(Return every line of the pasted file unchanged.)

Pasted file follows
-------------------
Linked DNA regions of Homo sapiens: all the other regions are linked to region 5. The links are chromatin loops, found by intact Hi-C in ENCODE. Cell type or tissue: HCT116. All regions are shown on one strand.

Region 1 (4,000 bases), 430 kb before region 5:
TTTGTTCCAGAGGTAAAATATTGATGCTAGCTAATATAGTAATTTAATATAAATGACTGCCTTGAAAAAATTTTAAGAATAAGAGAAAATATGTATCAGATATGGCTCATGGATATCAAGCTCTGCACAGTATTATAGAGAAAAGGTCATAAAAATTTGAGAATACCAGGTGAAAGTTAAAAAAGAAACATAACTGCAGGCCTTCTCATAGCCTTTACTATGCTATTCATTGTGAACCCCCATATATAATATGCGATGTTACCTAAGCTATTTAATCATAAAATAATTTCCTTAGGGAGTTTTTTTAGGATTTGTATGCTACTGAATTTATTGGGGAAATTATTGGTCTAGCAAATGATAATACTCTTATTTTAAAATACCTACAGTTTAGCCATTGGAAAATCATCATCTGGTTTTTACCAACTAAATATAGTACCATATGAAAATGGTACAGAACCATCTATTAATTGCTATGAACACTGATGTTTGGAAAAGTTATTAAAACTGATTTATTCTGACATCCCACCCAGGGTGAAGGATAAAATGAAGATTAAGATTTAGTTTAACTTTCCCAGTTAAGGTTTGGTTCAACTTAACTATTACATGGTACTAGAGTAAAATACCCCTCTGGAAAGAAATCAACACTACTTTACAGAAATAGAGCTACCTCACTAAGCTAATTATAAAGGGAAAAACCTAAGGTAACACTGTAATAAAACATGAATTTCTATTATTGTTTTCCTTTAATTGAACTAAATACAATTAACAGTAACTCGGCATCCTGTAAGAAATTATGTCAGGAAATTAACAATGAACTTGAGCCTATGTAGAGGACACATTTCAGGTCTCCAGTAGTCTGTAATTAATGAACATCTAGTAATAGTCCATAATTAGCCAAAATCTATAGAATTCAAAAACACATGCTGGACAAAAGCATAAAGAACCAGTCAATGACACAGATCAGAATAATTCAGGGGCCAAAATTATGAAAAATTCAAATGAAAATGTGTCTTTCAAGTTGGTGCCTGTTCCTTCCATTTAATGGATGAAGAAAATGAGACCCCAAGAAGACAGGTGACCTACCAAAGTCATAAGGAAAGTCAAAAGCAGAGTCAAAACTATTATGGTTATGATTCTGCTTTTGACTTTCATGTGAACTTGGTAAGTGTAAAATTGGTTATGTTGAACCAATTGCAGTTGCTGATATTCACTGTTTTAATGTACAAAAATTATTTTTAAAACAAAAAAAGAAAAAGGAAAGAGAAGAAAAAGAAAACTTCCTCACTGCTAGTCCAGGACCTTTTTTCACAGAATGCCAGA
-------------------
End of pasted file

Linked DNA regions of Homo sapiens: all the other regions are linked to region 5. The links are chromatin loops, found by intact Hi-C in ENCODE. Cell type or tissue: HCT116. All regions are shown on one strand.

Region 1 (4,000 bases), 430 kb before region 5:
TTTGTTCCAGAGGTAAAATATTGATGCTAGCTAATATAGTAATTTAATATAAATGACTGCCTTGAAAAAATTTTAAGAATAAGAGAAAATATGTATCAGATATGGCTCATGGATATCAAGCTCTGCACAGTATTATAGAGAAAAGGTCATAAAAATTTGAGAATACCAGGTGAAAGTTAAAAAAGAAACATAACTGCAGGCCTTCTCATAGCCTTTACTATGCTATTCATTGTGAACCCCCATATATAATATGCGATGTTACCTAAGCTATTTAATCATAAAATAATTTCCTTAGGGAGTTTTTTTAGGATTTGTATGCTACTGAATTTATTGGGGAAATTATTGGTCTAGCAAATGATAATACTCTTATTTTAAAATACCTACAGTTTAGCCATTGGAAAATCATCATCTGGTTTTTACCAACTAAATATAGTACCATATGAAAATGGTACAGAACCATCTATTAATTGCTATGAACACTGATGTTTGGAAAAGTTATTAAAACTGATTTATTCTGACATCCCACCCAGGGTGAAGGATAAAATGAAGATTAAGATTTAGTTTAACTTTCCCAGTTAAGGTTTGGTTCAACTTAACTATTACATGGTACTAGAGTAAAATACCCCTCTGGAAAGAAATCAACACTACTTTACAGAAATAGAGCTACCTCACTAAGCTAATTATAAAGGGAAAAACCTAAGGTAACACTGTAATAAAACATGAATTTCTATTATTGTTTTCCTTTAATTGAACTAAATACAATTAACAGTAACTCGGCATCCTGTAAGAAATTATGTCAGGAAATTAACAATGAACTTGAGCCTATGTAGAGGACACATTTCAGGTCTCCAGTAGTCTGTAATTAATGAACATCTAGTAATAGTCCATAATTAGCCAAAATCTATAGAATTCAAAAACACATGCTGGACAAAAGCATAAAGAACCAGTCAATGACACAGATCAGAATAATTCAGGGGCCAAAATTATGAAAAATTCAAATGAAAATGTGTCTTTCAAGTTGGTGCCTGTTCCTTCCATTTAATGGATGAAGAAAATGAGACCCCAAGAAGACAGGTGACCTACCAAAGTCATAAGGAAAGTCAAAAGCAGAGTCAAAACTATTATGGTTATGATTCTGCTTTTGACTTTCATGTGAACTTGGTAAGTGTAAAATTGGTTATGTTGAACCAATTGCAGTTGCTGATATTCACTGTTTTAATGTACAAAAATTATTTTTAAAACAAAAAAAGAAAAAGGAAAGAGAAGAAAAAGAAAACTTCCTCACTGCTAGTCCAGGACCTTTTTTCACAGAATGCCAGA